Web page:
Native American art collection
Steve Getzwiller, photo © Guy Atchley.

For 50 years, native Arizonan Steve Getzwiller has been evolving into the premier collector, trader, and expert on the subject of Navajo weavings. Steve has made countless trips to the Navajo Nation, working closely with generations of the best weavers, true artists of their looms, supporting them and helping them to expand their talents and horizons. But for 50 years, Steve Getzwiller has also been collecting other bits and pieces of the West itself, tracking down and ferreting out timeless treasures before they could vanish.

Native American art collection
A portion of Steve Getzwiller’s Apache basket collection. Photo © Wayne Norton.

While Steve has had exhibits and showings in museums and galleries before, this is the first time he’s been asked to share his other pieces, bringing out pottery, kachinas, baskets, paintings, and other Native American artifacts as well as firearms, furniture, photographs, and even a rodeo lariat or two of his dad’s. And it’s all at the request of the Desert Caballeros Western Museum in an exhibition titled “One Trader’s Legacy: Steve Getzwiller Collects the West.”

“This represents an opportunity to share my lifelong collection with my friends in Wickenburg, those who have supported me for five shows in 20 years,” he says.

Native American art collection
In the Getzwiller Collection exhibition, Cindy Nez, Multi Pattern Teec Nos Pas weaving; Best of Show award at Gallup Intertribal 2003. Photo © Wayne Norton.

When he was 18, Steve traded his childhood collection of Winchester .22 rifles for his first Navajo rugs, and never looked back. Licensed as a trader, he started first with Zuni, and then went on to Hopi and Navajo before focusing on Navajo weavings and slowly developing the best weavers into the master artists with fibers that they are. Some weavers are the third generation in their family to work with Steve, and they consider him part of their family.

Native American art collection
A portion of Steve Getzwiller’s Hopi collection. Photo © Wayne Norton.

A fourth generation Arizonan himself, Steve has roots planted deeply in the ranching soil of southeastern Arizona, even having ancestors who first settled in the Republic of Texas. His deep respect for history and for the “stuff the survivors were made of” has honed his attention on those artifacts which best tell the true stories of life back then, for the cowboy, and for the Native American.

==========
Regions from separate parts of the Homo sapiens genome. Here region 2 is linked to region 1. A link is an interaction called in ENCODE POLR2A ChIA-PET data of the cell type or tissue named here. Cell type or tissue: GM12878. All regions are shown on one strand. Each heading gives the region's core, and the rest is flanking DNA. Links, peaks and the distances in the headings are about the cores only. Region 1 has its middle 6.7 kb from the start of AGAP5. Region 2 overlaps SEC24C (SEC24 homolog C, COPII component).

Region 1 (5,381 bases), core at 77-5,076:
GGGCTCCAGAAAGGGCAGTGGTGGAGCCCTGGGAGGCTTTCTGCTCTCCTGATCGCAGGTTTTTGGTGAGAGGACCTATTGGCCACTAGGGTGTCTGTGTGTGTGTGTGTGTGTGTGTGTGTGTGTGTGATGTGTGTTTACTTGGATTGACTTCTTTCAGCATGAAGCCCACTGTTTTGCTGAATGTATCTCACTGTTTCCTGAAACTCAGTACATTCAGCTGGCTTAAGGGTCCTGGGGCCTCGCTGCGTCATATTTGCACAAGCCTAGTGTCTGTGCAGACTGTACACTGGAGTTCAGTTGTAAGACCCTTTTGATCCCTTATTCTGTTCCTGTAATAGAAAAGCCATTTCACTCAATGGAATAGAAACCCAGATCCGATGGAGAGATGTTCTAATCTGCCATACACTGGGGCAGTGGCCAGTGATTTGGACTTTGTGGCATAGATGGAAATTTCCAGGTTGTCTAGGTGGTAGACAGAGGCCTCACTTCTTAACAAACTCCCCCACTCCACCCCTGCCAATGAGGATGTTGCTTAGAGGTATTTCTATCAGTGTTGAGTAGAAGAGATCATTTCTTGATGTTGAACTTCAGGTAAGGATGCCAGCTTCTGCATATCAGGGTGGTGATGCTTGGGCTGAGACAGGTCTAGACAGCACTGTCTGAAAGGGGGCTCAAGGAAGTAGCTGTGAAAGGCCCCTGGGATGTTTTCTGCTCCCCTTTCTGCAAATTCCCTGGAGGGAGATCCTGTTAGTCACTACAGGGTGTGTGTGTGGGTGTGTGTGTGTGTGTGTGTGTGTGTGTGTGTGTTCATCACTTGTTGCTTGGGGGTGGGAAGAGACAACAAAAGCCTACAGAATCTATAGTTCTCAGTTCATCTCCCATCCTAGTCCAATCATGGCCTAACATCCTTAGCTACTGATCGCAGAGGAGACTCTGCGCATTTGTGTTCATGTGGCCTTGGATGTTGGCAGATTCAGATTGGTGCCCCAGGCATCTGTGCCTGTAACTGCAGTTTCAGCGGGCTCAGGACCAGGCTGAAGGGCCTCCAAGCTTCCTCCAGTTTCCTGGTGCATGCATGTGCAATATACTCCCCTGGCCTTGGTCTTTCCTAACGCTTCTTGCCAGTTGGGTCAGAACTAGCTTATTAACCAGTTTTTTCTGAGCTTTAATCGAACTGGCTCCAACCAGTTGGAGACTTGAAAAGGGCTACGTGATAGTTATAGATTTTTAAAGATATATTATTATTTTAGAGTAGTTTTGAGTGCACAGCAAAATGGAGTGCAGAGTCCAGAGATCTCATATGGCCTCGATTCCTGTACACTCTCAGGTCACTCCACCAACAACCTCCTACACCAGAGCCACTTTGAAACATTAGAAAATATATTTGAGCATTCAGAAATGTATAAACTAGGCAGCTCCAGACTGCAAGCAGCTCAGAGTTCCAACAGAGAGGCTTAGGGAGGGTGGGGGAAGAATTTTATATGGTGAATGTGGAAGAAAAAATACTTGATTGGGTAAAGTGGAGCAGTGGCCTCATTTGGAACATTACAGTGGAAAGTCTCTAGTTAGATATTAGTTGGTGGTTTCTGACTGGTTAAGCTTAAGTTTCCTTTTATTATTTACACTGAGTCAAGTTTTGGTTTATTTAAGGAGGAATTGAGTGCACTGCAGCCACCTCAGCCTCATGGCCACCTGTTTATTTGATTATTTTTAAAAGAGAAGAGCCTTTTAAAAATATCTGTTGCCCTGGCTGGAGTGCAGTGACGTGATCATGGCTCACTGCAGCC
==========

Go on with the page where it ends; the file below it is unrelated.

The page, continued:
Steve always says he’s a collector first and foremost — and now he wants to share some of his timeless, irreplaceable collection with others.

Native American art collection
The Navajo weaving case display in the DCWM Getzwiller exhibition. Photo © Wayne Norton.

“One Trader’s Legacy: Steve Getzwiller Collects the West” is on view at the Desert Caballeros Western Museum (Wickenburg, AZ) through September 29, 2019.

Native American art collection
“One Trader’s Legacy: Steve Getzwiller Collects the West” exhibition on view at the Desert Caballeros Western Museum, Wickenburg, AZ, through September 29, 2019; photo © Wayne Norton.

The Museum would like to thank the following donors who have stepped forward to sponsor its 2017-18 exhibition season: John and Lynne Boyer; Dita and John Daub; The DeVore Foundation, Alta and Bill DeVore, Trustees; Jim and Rea Ludke; Sharon and Lanny Martin; Elaine and Peter Schweitzer; and Kathleen Parrish and Doug Spencer. They also thank the Arizona Commission on the Arts; National Endowment for the Arts; the Wellik Foundation; and the Town of Wickenburg for their continued support.

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